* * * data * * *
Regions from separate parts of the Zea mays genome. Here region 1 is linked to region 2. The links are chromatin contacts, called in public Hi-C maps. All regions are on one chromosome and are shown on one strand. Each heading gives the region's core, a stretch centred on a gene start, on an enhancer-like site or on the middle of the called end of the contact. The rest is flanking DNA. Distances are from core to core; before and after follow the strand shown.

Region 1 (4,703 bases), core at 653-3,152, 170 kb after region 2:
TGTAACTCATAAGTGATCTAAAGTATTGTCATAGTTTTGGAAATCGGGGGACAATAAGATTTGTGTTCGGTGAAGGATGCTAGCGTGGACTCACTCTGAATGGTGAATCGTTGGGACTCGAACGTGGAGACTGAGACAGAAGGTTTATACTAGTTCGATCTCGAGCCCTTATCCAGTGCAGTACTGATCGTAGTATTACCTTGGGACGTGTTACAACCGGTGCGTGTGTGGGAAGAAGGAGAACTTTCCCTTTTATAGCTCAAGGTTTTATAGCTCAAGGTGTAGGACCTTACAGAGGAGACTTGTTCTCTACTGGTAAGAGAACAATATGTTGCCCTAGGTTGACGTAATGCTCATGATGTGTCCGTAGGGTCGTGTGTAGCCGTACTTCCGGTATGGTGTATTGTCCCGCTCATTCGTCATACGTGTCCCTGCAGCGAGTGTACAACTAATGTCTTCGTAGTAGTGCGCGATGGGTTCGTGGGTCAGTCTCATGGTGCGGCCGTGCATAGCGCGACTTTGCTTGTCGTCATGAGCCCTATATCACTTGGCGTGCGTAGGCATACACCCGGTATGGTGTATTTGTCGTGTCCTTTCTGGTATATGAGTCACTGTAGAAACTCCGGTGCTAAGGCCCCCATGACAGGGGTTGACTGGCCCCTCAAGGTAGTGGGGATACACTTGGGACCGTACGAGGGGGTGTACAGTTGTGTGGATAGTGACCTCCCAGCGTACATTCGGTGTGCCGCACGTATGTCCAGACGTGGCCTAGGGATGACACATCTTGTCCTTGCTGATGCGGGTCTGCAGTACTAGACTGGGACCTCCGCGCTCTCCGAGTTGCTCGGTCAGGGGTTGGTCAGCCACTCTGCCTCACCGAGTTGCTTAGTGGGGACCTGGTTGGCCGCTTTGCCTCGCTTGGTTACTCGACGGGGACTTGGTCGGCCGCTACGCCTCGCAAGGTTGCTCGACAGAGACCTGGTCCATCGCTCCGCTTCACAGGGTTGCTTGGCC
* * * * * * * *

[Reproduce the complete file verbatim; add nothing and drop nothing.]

Regions from separate parts of the Zea mays genome. Here region 1 is linked to region 2. The links are chromatin contacts, called in public Hi-C maps. All regions are on one chromosome and are shown on one strand. Each heading gives the region's core, a stretch centred on a gene start, on an enhancer-like site or on the middle of the called end of the contact. The rest is flanking DNA. Distances are from core to core; before and after follow the strand shown.

Region 1 (4,703 bases), core at 653-3,152, 170 kb after region 2:
TGTAACTCATAAGTGATCTAAAGTATTGTCATAGTTTTGGAAATCGGGGGACAATAAGATTTGTGTTCGGTGAAGGATGCTAGCGTGGACTCACTCTGAATGGTGAATCGTTGGGACTCGAACGTGGAGACTGAGACAGAAGGTTTATACTAGTTCGATCTCGAGCCCTTATCCAGTGCAGTACTGATCGTAGTATTACCTTGGGACGTGTTACAACCGGTGCGTGTGTGGGAAGAAGGAGAACTTTCCCTTTTATAGCTCAAGGTTTTATAGCTCAAGGTGTAGGACCTTACAGAGGAGACTTGTTCTCTACTGGTAAGAGAACAATATGTTGCCCTAGGTTGACGTAATGCTCATGATGTGTCCGTAGGGTCGTGTGTAGCCGTACTTCCGGTATGGTGTATTGTCCCGCTCATTCGTCATACGTGTCCCTGCAGCGAGTGTACAACTAATGTCTTCGTAGTAGTGCGCGATGGGTTCGTGGGTCAGTCTCATGGTGCGGCCGTGCATAGCGCGACTTTGCTTGTCGTCATGAGCCCTATATCACTTGGCGTGCGTAGGCATACACCCGGTATGGTGTATTTGTCGTGTCCTTTCTGGTATATGAGTCACTGTAGAAACTCCGGTGCTAAGGCCCCCATGACAGGGGTTGACTGGCCCCTCAAGGTAGTGGGGATACACTTGGGACCGTACGAGGGGGTGTACAGTTGTGTGGATAGTGACCTCCCAGCGTACATTCGGTGTGCCGCACGTATGTCCAGACGTGGCCTAGGGATGACACATCTTGTCCTTGCTGATGCGGGTCTGCAGTACTAGACTGGGACCTCCGCGCTCTCCGAGTTGCTCGGTCAGGGGTTGGTCAGCCACTCTGCCTCACCGAGTTGCTTAGTGGGGACCTGGTTGGCCGCTTTGCCTCGCTTGGTTACTCGACGGGGACTTGGTCGGCCGCTACGCCTCGCAAGGTTGCTCGACAGAGACCTGGTCCATCGCTCCGCTTCACAGGGTTGCTTGGCC